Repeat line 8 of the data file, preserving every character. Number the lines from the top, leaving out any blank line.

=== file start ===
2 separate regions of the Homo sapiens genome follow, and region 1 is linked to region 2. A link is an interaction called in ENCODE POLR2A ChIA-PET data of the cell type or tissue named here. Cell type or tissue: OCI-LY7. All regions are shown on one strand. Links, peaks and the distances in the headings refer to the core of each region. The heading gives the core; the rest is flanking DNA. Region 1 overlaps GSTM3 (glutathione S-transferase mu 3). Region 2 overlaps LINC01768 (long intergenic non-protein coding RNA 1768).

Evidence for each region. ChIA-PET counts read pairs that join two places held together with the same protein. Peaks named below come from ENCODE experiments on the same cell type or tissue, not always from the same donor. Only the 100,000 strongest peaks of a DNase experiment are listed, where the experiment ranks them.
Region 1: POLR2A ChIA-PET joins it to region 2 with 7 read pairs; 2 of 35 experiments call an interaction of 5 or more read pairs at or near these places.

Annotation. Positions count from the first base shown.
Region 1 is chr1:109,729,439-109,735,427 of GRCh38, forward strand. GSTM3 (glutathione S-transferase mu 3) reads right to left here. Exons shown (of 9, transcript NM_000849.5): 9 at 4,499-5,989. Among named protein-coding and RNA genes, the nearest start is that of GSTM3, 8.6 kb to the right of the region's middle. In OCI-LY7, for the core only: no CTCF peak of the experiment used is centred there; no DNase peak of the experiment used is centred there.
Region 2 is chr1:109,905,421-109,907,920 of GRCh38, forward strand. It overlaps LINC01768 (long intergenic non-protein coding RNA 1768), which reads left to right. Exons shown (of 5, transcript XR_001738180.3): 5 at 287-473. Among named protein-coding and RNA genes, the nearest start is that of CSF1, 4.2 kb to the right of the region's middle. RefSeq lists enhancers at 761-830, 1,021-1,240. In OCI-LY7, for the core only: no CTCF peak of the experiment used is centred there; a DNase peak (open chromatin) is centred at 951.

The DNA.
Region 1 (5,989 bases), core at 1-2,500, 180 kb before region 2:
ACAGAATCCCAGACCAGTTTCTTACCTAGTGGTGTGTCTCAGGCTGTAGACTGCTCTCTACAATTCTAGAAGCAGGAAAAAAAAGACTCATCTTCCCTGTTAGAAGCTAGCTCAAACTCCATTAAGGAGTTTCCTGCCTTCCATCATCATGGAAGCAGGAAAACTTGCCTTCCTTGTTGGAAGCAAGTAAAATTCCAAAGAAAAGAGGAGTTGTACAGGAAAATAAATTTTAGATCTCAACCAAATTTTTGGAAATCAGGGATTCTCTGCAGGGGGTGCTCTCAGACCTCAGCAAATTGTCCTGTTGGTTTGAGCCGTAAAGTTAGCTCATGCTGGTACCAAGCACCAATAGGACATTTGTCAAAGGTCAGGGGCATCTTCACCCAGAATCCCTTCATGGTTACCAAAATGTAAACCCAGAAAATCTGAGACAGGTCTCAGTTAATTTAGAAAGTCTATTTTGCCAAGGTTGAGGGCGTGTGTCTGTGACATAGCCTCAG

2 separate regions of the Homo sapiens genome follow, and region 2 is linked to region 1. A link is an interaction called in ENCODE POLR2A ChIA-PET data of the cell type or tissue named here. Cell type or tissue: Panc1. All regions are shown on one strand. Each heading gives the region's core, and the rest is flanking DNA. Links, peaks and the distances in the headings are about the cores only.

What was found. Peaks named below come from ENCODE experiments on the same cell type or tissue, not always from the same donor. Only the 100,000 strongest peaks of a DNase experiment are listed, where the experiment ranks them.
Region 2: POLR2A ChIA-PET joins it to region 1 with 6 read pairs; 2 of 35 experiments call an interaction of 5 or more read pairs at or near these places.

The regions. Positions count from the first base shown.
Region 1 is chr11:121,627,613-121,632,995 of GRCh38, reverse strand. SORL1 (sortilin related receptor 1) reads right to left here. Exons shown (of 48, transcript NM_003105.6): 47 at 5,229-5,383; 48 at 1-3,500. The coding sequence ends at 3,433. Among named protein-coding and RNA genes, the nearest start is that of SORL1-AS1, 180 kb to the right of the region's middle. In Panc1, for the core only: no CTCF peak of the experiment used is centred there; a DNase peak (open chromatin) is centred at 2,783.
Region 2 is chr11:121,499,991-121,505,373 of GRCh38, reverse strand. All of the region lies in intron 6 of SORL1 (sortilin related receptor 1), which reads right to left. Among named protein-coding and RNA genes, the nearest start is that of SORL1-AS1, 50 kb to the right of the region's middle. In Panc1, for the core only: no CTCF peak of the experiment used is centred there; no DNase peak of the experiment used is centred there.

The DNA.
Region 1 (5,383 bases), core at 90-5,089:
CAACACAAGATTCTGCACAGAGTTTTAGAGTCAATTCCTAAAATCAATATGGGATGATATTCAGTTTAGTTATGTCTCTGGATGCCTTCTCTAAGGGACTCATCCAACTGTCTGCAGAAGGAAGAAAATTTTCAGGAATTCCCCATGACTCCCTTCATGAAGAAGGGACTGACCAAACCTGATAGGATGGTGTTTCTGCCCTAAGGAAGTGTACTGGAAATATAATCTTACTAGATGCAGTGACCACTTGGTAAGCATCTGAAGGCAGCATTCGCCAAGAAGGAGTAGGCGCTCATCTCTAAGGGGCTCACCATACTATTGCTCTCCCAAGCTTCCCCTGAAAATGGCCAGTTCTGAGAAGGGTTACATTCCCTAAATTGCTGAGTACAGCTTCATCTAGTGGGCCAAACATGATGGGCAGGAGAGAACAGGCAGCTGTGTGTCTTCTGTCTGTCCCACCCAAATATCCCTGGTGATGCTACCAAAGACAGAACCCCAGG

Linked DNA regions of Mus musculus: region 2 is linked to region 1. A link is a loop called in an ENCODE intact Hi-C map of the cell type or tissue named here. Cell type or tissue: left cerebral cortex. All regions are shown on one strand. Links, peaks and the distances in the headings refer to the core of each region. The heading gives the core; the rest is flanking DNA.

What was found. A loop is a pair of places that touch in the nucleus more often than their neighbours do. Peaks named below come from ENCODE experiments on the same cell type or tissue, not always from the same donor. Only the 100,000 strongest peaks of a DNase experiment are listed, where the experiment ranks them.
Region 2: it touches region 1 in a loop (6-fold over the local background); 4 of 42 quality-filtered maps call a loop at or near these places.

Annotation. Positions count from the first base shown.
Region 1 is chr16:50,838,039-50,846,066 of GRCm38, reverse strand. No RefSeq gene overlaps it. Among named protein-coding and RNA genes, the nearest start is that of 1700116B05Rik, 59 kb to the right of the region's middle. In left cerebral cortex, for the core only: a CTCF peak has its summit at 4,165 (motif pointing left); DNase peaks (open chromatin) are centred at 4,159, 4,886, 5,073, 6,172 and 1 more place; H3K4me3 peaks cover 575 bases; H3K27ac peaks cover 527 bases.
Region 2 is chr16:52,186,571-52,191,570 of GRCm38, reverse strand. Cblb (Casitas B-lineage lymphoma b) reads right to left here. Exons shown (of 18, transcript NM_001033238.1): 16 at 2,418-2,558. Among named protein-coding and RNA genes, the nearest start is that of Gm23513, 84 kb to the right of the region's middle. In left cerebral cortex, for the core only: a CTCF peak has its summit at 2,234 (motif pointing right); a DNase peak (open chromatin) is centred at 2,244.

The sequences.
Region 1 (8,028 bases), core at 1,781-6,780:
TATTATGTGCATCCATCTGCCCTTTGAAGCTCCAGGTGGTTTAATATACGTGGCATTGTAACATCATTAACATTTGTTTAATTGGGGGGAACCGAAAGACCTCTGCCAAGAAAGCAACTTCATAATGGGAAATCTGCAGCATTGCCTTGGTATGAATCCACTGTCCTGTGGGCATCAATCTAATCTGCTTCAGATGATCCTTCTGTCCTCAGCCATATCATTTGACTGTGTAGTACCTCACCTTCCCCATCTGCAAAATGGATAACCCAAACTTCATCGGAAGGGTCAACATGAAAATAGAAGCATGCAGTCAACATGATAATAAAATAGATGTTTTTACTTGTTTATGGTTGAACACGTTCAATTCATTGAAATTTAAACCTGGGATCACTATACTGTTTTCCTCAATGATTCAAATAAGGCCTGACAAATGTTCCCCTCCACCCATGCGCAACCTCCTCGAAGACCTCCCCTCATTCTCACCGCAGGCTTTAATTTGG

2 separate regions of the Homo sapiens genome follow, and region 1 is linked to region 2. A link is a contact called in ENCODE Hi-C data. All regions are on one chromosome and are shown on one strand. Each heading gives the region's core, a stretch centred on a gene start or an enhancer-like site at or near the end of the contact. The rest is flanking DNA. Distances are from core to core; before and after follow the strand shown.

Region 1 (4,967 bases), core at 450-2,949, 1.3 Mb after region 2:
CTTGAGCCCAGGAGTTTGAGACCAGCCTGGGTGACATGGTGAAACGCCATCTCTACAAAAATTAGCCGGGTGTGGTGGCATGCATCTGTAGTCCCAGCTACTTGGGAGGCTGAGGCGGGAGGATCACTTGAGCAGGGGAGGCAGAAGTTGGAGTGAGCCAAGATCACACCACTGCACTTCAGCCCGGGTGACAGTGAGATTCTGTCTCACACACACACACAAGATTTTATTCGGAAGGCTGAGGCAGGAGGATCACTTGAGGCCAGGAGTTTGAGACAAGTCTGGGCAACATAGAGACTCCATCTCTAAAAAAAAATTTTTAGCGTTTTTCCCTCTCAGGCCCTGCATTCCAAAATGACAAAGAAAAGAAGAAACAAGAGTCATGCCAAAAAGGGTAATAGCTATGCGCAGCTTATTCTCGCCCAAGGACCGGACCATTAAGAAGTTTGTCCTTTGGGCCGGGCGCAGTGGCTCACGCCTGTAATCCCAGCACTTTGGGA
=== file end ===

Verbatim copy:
Region 1 (5,989 bases), core at 1-2,500, 180 kb before region 2: